- Administration complexity: As members leave or join – perhaps after marriage or divorce – it can be complex and costly to manage the change. As well as the additional reporting involved, assets may need to be sold, triggering capital gains tax and sales tax on the sale or transfer of assets. “In some cases, the outcome can be the forced sale of assets that the other members do not want to sell,” says Maroney.
- Control: The reason people cite for running their own super fund in the first place is often the control it gives them. Yet one ‘difficult’ member can derail decision-making and create tension within the family – and let’s face it, families often fall out over money. Maroney says SMSFs considering additional members need to get advice on voting rights and other terms in their trust deed. “All fund members are trustees; none can be excluded. It means they are all legally responsible for the fund, so it is critical they all understand their rights, roles and responsibilities,” says Maroney. If the trustee is a company operating on a ‘1 director, 1 vote’ basis, Heffron says the death of a parent could result in the surviving parent being outvoted by their children.
- Differing state laws: While all members must be trustees and all trustees must be members, Maroney says state-based trust laws may cause issues where the SMSF has individual trustees. “These limit the maximum number of trusteed and do vary across the states and territories. As an alternative, funds should consider the use of a corporate trustee,” he says.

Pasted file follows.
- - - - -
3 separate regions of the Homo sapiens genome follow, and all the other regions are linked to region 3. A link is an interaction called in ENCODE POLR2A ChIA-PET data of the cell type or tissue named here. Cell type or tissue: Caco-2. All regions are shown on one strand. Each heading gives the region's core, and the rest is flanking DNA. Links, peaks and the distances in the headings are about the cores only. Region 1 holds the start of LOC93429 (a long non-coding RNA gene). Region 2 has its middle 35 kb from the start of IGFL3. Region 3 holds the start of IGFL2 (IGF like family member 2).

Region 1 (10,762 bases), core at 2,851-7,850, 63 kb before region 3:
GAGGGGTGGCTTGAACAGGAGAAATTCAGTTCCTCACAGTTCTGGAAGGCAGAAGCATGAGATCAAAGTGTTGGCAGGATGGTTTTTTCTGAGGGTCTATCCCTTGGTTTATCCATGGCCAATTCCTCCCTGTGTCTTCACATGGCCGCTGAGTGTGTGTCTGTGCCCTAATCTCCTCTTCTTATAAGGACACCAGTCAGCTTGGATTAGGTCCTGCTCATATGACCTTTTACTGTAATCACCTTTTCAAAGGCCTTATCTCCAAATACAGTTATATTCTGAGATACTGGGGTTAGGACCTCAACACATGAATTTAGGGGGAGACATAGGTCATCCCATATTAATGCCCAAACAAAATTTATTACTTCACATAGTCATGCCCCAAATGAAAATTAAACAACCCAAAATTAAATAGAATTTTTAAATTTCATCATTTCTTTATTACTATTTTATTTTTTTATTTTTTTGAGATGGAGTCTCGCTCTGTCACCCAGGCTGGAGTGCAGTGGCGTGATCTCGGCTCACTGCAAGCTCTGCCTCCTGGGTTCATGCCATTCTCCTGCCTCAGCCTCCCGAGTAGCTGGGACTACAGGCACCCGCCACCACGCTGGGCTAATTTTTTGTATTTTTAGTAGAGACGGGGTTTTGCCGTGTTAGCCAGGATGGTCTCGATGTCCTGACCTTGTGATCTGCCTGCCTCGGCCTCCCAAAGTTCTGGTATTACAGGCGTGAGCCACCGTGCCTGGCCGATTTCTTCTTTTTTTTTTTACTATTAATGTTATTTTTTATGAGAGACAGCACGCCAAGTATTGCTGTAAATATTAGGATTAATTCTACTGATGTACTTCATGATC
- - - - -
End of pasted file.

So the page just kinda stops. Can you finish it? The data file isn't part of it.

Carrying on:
- Moving overseas: If children move overseas for work or parents retire overseas, there’s a risk that their fund could become non-complying (see note below). To remain compliant, central management and control must remain in Australia. This is only possible if at least half the members remain in Australia. Also, balances of the active (contributing) Australian members must be at least 50% of the total of all active member balances. This is harder to achieve in practice, especially if the Australian members are in retirement phase. At the very least, day-to-day decision-making and administration can be difficult if one or more members move overseas.